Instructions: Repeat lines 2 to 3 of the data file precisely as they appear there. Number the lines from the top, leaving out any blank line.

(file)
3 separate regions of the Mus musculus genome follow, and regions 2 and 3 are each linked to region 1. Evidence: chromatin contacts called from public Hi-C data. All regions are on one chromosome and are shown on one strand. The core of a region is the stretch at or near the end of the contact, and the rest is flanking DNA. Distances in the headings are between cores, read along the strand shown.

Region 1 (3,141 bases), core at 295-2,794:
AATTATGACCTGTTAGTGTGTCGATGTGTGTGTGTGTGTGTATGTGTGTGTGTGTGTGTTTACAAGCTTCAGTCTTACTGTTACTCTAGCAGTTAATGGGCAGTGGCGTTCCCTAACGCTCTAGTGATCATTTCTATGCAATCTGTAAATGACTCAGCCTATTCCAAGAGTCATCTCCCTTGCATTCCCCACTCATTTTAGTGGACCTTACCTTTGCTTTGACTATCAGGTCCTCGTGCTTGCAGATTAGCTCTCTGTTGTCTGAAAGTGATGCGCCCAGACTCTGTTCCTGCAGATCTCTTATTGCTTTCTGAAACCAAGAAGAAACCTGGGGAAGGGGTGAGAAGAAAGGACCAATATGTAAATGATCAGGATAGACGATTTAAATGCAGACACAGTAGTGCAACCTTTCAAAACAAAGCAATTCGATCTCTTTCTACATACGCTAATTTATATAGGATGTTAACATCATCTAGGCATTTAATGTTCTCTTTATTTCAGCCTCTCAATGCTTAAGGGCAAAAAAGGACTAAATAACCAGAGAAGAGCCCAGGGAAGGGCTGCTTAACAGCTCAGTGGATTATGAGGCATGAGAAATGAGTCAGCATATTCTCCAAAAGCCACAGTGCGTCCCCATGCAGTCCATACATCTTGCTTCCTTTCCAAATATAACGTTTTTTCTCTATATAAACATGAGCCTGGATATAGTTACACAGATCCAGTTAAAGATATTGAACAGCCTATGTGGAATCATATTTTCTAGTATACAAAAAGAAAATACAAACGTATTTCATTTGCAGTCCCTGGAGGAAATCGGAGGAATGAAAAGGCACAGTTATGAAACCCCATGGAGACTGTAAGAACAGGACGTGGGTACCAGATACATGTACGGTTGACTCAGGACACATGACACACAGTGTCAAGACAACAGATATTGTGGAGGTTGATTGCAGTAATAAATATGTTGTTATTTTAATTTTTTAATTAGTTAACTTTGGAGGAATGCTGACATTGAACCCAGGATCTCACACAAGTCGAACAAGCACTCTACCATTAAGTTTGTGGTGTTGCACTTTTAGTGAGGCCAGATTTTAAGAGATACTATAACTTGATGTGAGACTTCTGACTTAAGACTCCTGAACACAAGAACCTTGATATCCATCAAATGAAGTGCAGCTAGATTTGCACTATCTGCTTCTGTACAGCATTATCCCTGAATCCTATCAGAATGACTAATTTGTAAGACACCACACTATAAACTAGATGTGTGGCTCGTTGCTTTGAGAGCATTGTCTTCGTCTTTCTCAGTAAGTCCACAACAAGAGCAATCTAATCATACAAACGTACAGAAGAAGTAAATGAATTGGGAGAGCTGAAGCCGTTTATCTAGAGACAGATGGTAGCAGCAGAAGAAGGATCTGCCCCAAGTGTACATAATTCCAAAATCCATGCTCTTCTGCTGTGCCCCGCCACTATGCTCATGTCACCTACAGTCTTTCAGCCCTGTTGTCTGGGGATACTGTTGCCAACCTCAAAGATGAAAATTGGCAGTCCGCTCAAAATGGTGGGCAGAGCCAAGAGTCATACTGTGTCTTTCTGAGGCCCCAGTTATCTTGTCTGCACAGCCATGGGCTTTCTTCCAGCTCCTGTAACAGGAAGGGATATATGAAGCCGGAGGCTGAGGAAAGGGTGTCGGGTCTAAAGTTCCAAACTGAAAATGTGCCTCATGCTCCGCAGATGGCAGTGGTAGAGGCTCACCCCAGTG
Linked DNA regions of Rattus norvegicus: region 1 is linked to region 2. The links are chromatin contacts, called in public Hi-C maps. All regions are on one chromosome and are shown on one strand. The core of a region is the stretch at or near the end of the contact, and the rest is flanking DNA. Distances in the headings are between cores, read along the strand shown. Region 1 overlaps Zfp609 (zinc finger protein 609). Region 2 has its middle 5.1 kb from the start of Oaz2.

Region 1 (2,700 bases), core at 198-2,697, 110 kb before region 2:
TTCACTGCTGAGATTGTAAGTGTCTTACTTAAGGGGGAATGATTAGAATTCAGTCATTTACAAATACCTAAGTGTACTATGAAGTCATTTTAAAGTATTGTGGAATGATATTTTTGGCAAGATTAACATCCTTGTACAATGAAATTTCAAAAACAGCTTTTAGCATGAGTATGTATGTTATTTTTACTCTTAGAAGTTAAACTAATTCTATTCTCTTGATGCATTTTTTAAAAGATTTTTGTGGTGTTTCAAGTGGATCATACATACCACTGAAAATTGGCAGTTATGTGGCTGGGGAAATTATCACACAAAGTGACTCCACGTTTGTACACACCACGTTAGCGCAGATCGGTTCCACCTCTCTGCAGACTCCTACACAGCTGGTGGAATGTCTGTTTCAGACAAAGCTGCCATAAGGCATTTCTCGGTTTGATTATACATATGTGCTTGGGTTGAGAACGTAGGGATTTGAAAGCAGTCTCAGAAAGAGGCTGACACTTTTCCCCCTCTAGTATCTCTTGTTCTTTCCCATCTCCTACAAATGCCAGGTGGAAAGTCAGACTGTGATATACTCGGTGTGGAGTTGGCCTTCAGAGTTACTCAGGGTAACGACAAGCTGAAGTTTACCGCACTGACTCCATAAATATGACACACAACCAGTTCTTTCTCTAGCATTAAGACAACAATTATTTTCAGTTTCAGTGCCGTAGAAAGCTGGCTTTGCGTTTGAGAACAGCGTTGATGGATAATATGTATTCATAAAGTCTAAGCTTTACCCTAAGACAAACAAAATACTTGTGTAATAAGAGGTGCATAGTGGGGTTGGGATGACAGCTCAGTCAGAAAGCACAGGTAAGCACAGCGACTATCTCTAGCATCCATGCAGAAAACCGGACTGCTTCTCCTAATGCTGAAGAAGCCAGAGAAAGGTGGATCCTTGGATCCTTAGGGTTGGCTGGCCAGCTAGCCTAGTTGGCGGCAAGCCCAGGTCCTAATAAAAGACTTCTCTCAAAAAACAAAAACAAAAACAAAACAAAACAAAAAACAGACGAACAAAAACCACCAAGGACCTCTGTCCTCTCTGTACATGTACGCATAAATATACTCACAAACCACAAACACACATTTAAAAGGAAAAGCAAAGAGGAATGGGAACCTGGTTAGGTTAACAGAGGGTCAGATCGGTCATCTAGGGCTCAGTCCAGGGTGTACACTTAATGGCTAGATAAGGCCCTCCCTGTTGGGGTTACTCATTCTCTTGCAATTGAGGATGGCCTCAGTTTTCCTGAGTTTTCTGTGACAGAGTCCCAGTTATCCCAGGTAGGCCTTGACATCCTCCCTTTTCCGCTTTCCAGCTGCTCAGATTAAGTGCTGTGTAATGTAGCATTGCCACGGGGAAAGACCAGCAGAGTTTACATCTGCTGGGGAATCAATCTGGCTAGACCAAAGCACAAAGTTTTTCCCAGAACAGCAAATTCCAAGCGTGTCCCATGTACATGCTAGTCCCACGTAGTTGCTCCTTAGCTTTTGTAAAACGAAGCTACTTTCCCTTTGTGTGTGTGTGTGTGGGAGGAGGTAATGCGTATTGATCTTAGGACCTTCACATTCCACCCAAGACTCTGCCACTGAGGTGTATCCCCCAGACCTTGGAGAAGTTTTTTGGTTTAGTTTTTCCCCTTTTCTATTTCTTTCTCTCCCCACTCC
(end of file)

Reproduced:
Region 1 (3,141 bases), core at 295-2,794:
AATTATGACCTGTTAGTGTGTCGATGTGTGTGTGTGTGTGTATGTGTGTGTGTGTGTGTTTACAAGCTTCAGTCTTACTGTTACTCTAGCAGTTAATGGGCAGTGGCGTTCCCTAACGCTCTAGTGATCATTTCTATGCAATCTGTAAATGACTCAGCCTATTCCAAGAGTCATCTCCCTTGCATTCCCCACTCATTTTAGTGGACCTTACCTTTGCTTTGACTATCAGGTCCTCGTGCTTGCAGATTAGCTCTCTGTTGTCTGAAAGTGATGCGCCCAGACTCTGTTCCTGCAGATCTCTTATTGCTTTCTGAAACCAAGAAGAAACCTGGGGAAGGGGTGAGAAGAAAGGACCAATATGTAAATGATCAGGATAGACGATTTAAATGCAGACACAGTAGTGCAACCTTTCAAAACAAAGCAATTCGATCTCTTTCTACATACGCTAATTTATATAGGATGTTAACATCATCTAGGCATTTAATGTTCTCTTTATTTCAGCCTCTCAATGCTTAAGGGCAAAAAAGGACTAAATAACCAGAGAAGAGCCCAGGGAAGGGCTGCTTAACAGCTCAGTGGATTATGAGGCATGAGAAATGAGTCAGCATATTCTCCAAAAGCCACAGTGCGTCCCCATGCAGTCCATACATCTTGCTTCCTTTCCAAATATAACGTTTTTTCTCTATATAAACATGAGCCTGGATATAGTTACACAGATCCAGTTAAAGATATTGAACAGCCTATGTGGAATCATATTTTCTAGTATACAAAAAGAAAATACAAACGTATTTCATTTGCAGTCCCTGGAGGAAATCGGAGGAATGAAAAGGCACAGTTATGAAACCCCATGGAGACTGTAAGAACAGGACGTGGGTACCAGATACATGTACGGTTGACTCAGGACACATGACACACAGTGTCAAGACAACAGATATTGTGGAGGTTGATTGCAGTAATAAATATGTTGTTATTTTAATTTTTTAATTAGTTAACTTTGGAGGAATGCTGACATTGAACCCAGGATCTCACACAAGTCGAACAAGCACTCTACCATTAAGTTTGTGGTGTTGCACTTTTAGTGAGGCCAGATTTTAAGAGATACTATAACTTGATGTGAGACTTCTGACTTAAGACTCCTGAACACAAGAACCTTGATATCCATCAAATGAAGTGCAGCTAGATTTGCACTATCTGCTTCTGTACAGCATTATCCCTGAATCCTATCAGAATGACTAATTTGTAAGACACCACACTATAAACTAGATGTGTGGCTCGTTGCTTTGAGAGCATTGTCTTCGTCTTTCTCAGTAAGTCCACAACAAGAGCAATCTAATCATACAAACGTACAGAAGAAGTAAATGAATTGGGAGAGCTGAAGCCGTTTATCTAGAGACAGATGGTAGCAGCAGAAGAAGGATCTGCCCCAAGTGTACATAATTCCAAAATCCATGCTCTTCTGCTGTGCCCCGCCACTATGCTCATGTCACCTACAGTCTTTCAGCCCTGTTGTCTGGGGATACTGTTGCCAACCTCAAAGATGAAAATTGGCAGTCCGCTCAAAATGGTGGGCAGAGCCAAGAGTCATACTGTGTCTTTCTGAGGCCCCAGTTATCTTGTCTGCACAGCCATGGGCTTTCTTCCAGCTCCTGTAACAGGAAGGGATATATGAAGCCGGAGGCTGAGGAAAGGGTGTCGGGTCTAAAGTTCCAAACTGAAAATGTGCCTCATGCTCCGCAGATGGCAGTGGTAGAGGCTCACCCCAGTG